“Wait, we have elevators in our school?”
Unless you’ve had to use the elevators at school, you might not know what they are for or that they even exist. The two elevators here at school can serve a vital role if the stairs aren’t a possibility. Students and administration with injuries, along with those who are challenged to go up and down the stairs due to various reasons, see them as a lifesaver. “I just don’t think people really know what they are for,” explained Nevin Hooper (11) when sharing his story on the knowledge of the elevators at school.
“Why are they even here?”
School nurse, Ms. Kush, states that the elevators “serve a lot larger purpose than most would realize” for her job. For instance, a medical emergency on the second floor would be a lot more difficult (though not impossible) to get to if the elevators weren’t present. For obvious reasons, it doesn’t make sense for a student on crutches, a scooter, or in a wheelchair to take the stairs. Paramedics see the elevators not only as an easier route but as a source of privacy when tending to someone who needs medical attention during school, a place where everyone’s eyes aren’t staring.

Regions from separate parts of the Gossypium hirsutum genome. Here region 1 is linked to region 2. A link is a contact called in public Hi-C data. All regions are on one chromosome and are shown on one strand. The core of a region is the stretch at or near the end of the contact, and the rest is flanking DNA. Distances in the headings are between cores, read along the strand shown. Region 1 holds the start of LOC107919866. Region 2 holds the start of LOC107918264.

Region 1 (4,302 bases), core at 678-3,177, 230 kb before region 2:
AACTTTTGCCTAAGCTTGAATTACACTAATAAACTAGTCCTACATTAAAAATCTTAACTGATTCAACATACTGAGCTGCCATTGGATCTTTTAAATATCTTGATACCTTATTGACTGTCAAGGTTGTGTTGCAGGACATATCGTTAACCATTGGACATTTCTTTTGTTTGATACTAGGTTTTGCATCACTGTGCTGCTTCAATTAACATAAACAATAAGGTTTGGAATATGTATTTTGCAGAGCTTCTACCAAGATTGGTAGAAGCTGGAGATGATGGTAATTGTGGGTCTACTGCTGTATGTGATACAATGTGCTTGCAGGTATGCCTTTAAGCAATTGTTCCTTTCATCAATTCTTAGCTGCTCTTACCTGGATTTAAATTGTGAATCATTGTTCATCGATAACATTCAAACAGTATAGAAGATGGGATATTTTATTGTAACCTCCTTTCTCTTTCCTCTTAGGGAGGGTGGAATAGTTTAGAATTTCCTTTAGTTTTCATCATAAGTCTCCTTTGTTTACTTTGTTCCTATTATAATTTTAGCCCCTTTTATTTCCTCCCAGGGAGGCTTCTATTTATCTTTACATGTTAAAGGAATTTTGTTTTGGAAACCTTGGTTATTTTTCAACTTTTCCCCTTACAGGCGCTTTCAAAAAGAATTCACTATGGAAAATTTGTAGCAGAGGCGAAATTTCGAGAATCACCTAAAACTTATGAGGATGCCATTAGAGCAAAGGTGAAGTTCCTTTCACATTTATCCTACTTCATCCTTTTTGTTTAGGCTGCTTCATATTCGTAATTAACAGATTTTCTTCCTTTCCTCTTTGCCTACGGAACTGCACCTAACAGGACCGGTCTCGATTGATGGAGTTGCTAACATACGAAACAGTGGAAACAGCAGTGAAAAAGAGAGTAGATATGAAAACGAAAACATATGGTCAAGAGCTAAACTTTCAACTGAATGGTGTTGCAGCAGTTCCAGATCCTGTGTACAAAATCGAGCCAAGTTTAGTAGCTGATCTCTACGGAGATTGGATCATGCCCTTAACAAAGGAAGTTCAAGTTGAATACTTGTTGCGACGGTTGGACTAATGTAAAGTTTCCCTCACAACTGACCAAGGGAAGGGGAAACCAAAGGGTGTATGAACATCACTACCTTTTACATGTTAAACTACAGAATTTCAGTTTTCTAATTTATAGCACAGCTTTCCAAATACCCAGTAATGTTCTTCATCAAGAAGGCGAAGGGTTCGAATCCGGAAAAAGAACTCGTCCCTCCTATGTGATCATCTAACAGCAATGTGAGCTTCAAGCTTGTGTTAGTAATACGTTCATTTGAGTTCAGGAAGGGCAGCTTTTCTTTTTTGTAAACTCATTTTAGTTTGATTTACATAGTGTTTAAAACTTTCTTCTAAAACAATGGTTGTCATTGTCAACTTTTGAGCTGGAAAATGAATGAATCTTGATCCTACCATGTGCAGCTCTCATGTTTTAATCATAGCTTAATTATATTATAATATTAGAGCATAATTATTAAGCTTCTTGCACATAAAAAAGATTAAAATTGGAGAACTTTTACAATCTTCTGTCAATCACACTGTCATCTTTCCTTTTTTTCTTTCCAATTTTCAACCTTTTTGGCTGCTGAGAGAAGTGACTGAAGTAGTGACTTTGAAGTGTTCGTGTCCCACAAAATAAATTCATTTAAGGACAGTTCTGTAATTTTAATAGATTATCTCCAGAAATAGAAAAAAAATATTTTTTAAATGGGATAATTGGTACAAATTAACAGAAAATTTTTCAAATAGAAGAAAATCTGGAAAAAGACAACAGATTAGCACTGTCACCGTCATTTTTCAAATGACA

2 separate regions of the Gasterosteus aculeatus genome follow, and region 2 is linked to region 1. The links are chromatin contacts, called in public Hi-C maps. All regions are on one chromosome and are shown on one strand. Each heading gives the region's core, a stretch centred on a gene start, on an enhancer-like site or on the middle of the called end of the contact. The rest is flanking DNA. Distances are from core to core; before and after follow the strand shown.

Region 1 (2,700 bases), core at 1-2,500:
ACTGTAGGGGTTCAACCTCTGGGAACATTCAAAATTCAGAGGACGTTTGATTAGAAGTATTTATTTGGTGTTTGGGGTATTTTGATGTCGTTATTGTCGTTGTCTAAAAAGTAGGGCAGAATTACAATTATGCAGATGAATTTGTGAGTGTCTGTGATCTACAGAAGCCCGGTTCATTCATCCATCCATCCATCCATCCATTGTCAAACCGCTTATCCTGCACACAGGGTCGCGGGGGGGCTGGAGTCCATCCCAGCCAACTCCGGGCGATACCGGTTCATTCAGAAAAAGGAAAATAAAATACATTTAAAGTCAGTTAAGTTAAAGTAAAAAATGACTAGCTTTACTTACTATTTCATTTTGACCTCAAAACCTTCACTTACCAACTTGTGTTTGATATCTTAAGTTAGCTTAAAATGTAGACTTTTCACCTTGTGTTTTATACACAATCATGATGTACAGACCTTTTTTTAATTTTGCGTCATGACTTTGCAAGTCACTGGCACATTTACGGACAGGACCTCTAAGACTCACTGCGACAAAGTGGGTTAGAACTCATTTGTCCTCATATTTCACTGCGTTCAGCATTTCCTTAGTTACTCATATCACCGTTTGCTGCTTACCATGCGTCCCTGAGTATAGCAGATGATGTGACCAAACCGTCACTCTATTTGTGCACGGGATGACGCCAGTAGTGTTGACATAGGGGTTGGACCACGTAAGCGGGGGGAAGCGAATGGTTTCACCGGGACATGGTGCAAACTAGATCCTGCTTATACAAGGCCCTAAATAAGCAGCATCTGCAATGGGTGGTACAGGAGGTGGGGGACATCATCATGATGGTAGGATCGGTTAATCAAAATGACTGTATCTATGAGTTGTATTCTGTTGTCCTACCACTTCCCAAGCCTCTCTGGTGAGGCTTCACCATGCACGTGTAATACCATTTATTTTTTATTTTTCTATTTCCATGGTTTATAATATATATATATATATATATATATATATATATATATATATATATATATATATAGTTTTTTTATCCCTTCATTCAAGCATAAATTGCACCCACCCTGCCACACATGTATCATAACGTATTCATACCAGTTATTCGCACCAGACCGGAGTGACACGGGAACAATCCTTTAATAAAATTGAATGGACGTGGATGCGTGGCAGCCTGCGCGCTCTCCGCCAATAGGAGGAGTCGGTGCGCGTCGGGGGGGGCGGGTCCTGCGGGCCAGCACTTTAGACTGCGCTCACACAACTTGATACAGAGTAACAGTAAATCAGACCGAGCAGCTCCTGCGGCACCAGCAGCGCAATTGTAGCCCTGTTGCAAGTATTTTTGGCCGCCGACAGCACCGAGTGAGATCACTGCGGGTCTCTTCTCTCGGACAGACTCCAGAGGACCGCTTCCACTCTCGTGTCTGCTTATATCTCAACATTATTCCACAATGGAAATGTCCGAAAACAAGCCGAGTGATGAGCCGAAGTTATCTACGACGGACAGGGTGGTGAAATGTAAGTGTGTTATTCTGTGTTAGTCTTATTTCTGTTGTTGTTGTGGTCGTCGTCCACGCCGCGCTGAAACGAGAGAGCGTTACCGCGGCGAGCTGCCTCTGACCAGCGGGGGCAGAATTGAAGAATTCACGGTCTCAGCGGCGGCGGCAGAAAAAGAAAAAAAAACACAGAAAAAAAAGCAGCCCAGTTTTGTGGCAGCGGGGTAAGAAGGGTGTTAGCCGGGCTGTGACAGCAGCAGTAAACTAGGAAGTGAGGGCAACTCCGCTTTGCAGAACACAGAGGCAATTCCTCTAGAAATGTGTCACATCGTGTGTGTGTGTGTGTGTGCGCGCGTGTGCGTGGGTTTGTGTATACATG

An elevator in the mall by yourself wouldn’t be a big deal, but an unfamiliar school one might make a student a little uncomfortable. When a student is injured most teachers will allow a friend to help the student carry their bags if it is difficult for them to do it by themselves. It also gives the student a sense of peace knowing they don’t have to be alone in the hallways or elevators alone, Nick Marsman (11) agreed that, “it was nice to have someone help me when I couldn’t do stuff myself.”
“I might just use the elevator so I don’t have to walk up the stairs.”
Unless you’re in need of the elevators service or helping a friend who needs it, the school advises that you take the stairs instead. The elevators should be strictly for the use of those who need them for a medical reason. They aren’t just something to use for fun or when you want to avoid the stairs. “Without the elevator I physically would not have been able to get to class,” said Brooke Bernt (11) when asked how they helped during her injury sophomore year. It would’ve been a lot more difficult to get to class on time if other students, who didn’t need the elevator, were not using it as a “fun” way to get around GHS.